This last January two cancer specialists published an article explaining “Why Oncologists Should Support Single-Payer National Health Insurance”. In his Huffington Post Blog, Dr. John Geyman discusses this problem and points out that not only is the ACA is powerless to control drug prices but it is also unable to control the cost-shifting that is exposing all of us to unsupportable medical costs. Every person concerned with the future of health care and the economy in the United States should read these critiques. The future is now.
The single payer movement in the U.S. is built around the concept of an “improved Medicare for all”. The “improved” part of that message recognizes that our present Medicare system needs some revisions to make it a valid vehicle to provide universal health care. Some of the major areas of concern are the control over fraud and abuse, the contrary incentives of the fee for service system, the disappearance of the primary care workforce, and the uncontrolled costs of prescription medications and durable goods. Solution to many other aberrations in our delivery of health care will have to wait for single payer.
Tackling some of these problems now can help ready us for producing a winner out of the starting gate. This includes working to improve quality of medical care. But trying to move forward illuminates the same problem that prevented the Affordable Care Act from achieving quality and cost-saving while providing comprehensive insurance coverage, viz., the political power of the various stakeholders and lack of any immunity from micromanagement by congress and the administration.
We need to get our voices heard as we work on the triple goals to:
- Improve Medicare
- Improve the quality of medical care
- Create Single Payer Medicine
These goals provide a set of action points for realizing the “Triple Aim” of improving the individual experience of care; improving the health of populations; and reducing the per capita costs of care for populations. (http://content.healthaffairs.org/content/27/3/759.full)
Charles Ornstein’s article in Upshot http://www.nytimes.com/2014/08/05/upshot/the-obscure-drug-with-a-growing-medicare-tab.html discusses one more example of the unethical dealings of the pharmaceutical industry. An old drug (ACTH) with a newer brand name (Acthar) is reaping profits with no evidence that it gives any better results than inexpensive cortisone-type pills and injections.
When I started medical practice in 1964 a common treatment for arthritis and other inflammatory conditions was the ACTH shot. ACTH is adrenocorticotropic hormone, a hormone which we all have in our bodies. It is made by our pituitary gland and is responsible for the feedback mechanism that regulates the cortisone output by our own adrenal glands. ACTH causes us to increase our own output of cortisone. That reduces swelling and makes inflamed tissue feel better. In 1964 that was the rationale for using it. But then came along the oral cortisone preparations such as prednisone (which costs about 1 cent a pill to make) and ACTH was no longer used (I think it used to cost about $5.00 for a shot that worked for 1-2 weeks).
But Questor came along in 2001 and bought the drug and began marketing it without any proof of benefit or effectiveness over prednisone. They have now worked the price up to $32,000 for a 5 dose vial. This story is just an example of a pharmaceutical world of lying, greed, cheating, fraud, graft, bribery, and corruption.* These are not things that can be controlled by the “free market”. Like it or not; this industry has to be put under strong government control. We need not be hood-winked by the old clichés about stifling research and innovation. Very little of that goes on in the pharmaceutical industry which spends 19 times as much on promotion as they do on research. And a lot of basic research is paid for by the NIH. The high costs of drugs in general could be reined in by restructuring and empowering the Federal Drug Administration and allowing Medicare and health exchange plans to negotiate drug prices. These could be two more steps in creating an improved Medicare for all.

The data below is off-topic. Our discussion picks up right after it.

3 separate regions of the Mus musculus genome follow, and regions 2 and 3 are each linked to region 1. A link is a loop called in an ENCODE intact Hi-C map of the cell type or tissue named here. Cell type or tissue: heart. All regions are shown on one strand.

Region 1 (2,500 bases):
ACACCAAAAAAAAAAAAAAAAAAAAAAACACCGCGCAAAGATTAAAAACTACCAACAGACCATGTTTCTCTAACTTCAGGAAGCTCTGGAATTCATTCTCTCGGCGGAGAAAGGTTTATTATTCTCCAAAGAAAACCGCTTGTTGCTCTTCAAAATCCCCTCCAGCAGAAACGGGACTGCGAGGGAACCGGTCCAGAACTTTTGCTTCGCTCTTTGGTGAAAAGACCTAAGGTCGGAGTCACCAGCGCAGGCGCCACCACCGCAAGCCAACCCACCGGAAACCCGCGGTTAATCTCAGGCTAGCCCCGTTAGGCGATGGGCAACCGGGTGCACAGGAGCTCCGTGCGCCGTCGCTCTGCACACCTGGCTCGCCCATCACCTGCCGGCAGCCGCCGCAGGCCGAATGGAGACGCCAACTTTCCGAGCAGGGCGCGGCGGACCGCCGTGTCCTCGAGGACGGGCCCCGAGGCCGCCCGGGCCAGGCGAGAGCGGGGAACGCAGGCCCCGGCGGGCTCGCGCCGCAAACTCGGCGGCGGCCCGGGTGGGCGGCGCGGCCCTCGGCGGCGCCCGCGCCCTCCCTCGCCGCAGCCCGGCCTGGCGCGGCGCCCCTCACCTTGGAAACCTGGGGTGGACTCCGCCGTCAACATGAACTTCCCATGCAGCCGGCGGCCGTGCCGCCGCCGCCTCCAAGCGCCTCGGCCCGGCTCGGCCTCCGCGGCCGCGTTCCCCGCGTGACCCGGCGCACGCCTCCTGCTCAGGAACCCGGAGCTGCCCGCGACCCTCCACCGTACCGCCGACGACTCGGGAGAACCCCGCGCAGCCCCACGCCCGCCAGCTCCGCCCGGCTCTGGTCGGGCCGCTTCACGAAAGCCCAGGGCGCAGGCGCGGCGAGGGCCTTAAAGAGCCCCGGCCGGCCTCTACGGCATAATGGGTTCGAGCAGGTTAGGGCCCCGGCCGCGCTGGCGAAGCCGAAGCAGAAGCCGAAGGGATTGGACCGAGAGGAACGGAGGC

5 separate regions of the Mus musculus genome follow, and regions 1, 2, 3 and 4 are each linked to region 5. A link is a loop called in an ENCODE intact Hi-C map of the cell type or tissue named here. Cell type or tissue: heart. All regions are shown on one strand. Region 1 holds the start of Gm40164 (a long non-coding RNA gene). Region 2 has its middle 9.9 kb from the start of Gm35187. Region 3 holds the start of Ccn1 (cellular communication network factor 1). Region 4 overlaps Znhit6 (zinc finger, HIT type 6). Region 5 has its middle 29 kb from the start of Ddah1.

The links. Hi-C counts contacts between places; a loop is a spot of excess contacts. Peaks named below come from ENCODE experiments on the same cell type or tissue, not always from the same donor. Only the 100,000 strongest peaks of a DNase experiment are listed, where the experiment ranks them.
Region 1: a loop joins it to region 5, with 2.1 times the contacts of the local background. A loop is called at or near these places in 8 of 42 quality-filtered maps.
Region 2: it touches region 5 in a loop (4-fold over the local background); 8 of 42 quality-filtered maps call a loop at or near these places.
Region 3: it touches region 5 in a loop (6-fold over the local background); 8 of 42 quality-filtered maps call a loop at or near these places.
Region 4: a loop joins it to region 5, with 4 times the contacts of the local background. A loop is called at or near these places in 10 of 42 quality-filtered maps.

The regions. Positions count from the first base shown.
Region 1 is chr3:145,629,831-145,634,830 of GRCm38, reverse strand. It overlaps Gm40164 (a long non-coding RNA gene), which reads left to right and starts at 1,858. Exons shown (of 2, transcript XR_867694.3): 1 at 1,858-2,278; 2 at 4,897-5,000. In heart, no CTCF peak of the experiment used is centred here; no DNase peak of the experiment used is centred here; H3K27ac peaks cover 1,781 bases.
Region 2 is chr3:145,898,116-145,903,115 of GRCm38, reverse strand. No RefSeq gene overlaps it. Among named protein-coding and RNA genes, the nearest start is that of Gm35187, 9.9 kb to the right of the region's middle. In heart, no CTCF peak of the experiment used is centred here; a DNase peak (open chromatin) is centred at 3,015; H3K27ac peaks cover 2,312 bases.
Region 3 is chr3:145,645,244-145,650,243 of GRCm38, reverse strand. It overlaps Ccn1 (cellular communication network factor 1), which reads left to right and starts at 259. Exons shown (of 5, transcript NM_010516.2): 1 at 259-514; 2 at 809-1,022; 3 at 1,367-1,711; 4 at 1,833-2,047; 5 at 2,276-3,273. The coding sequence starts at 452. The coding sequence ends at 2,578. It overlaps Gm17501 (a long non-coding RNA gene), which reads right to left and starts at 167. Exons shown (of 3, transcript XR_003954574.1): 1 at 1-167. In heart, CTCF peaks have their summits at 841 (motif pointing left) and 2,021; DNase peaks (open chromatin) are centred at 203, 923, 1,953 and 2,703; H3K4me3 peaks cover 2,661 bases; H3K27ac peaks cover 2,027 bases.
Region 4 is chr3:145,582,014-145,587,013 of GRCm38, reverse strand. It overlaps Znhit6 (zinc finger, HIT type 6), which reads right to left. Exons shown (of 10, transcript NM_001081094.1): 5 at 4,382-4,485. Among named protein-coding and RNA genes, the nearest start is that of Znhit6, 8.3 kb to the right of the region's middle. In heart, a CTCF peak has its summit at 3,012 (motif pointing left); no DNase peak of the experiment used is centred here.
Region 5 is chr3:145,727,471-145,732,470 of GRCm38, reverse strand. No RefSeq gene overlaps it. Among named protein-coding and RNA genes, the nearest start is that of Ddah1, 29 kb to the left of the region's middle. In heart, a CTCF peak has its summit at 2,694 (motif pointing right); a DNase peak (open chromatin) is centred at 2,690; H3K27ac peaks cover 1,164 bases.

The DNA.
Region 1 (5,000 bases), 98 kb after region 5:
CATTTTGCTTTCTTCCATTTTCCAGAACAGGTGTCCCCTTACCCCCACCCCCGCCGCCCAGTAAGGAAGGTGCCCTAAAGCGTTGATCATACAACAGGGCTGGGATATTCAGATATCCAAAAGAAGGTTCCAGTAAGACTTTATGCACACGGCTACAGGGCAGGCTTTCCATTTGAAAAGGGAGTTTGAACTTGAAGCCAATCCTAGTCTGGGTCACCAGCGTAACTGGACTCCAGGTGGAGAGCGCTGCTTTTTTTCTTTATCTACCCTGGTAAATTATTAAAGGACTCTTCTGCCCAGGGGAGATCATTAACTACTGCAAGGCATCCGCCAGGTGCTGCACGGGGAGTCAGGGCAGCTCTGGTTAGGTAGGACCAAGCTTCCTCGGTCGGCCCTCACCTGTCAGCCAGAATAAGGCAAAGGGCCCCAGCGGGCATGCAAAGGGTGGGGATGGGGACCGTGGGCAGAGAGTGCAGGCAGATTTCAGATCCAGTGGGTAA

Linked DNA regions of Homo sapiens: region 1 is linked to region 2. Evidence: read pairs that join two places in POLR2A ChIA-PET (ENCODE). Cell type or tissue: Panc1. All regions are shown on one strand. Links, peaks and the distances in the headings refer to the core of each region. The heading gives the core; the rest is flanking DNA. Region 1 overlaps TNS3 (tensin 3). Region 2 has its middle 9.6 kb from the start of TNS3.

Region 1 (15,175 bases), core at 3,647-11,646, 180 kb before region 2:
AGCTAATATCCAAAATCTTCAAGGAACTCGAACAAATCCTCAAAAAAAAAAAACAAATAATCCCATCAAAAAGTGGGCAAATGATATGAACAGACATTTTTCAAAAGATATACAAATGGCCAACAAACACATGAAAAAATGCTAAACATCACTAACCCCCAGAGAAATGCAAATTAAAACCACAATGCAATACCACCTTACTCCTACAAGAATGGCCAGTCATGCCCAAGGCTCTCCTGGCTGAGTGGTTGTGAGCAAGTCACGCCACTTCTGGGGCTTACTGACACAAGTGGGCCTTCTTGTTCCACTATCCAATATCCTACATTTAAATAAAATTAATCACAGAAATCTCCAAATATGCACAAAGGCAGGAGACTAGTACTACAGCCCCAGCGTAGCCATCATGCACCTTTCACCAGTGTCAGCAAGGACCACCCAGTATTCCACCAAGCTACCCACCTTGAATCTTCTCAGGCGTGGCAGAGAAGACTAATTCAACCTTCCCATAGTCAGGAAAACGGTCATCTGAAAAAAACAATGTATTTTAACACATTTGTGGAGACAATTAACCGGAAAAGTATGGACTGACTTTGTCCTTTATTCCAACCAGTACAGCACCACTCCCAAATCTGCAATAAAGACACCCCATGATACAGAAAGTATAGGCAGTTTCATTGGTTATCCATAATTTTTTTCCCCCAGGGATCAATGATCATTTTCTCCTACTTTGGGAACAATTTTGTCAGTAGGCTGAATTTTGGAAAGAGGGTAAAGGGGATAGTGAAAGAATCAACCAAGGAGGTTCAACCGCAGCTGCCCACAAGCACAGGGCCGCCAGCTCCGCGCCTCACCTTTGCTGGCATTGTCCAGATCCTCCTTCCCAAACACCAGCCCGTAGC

The drug companies have a license to steal…and they use it.
*For additional information on the corruption involved read Andrew Pollack’s article: http://www.nytimes.com/2012/12/30/business/questcor-finds-profit-for-acthar-drug-at-28000-a-vial.html?pagewanted=all&_r=0
Karen Ignagni, the President/CEO of AHIP in discussing the astronomic price of Gilead’s HepC drug, Sovaldi ($84,000 for a 12 week course at $1,000 a pill):
“The reality is that the company in this case is asking for a blank check, and we can’t give anyone anymore a blank check in the health care system – whether it’s a pharmaceutical company, a hospital, a device manufacturer […] because it will blow up family budgets; it will blow up state Medicaid budgets; it will blow up employer benefit costs; and it will wreak havoc on the federal debt. So we now have to step back and say, is the hallmark of innovation higher pricing” (1)
Irony of Ironies. Karen Ignani slapping down the Pharmaceutical Industry. The CEO of the medical insurance cartel with its $102.4 million spent on lobbying during the health care reform debate(2) is calling out the drug companies because they will “blow up family budgets”. Forget the fact that the other industrialized nations provide full drug coverage in their universal health care systems. Forget the fact that the number of under-insured people with their new high deductible, narrow network policies can’t afford to get their medical needs cared for even though they are paying monthly premiums to the insurance companies(3). Forget that the insurance companies siphon off 20-25% of the premium dollar for “overhead” which includes outlandish payouts to their CEO’s. Aetna’s CEO received $30.7 million in 2013 and the CEO’s of the top 11 non-profit insurance companies took home $125 million.(4) Forget that it is the insurance companies who deny care prescribed by their customers’ doctors. Both of these rapacious, rent-seeking industries (insurance and pharmaceuticals) need to be reeled in because they are already wreaking havoc on the economy. Just another problem that could be solved by Medicare for All.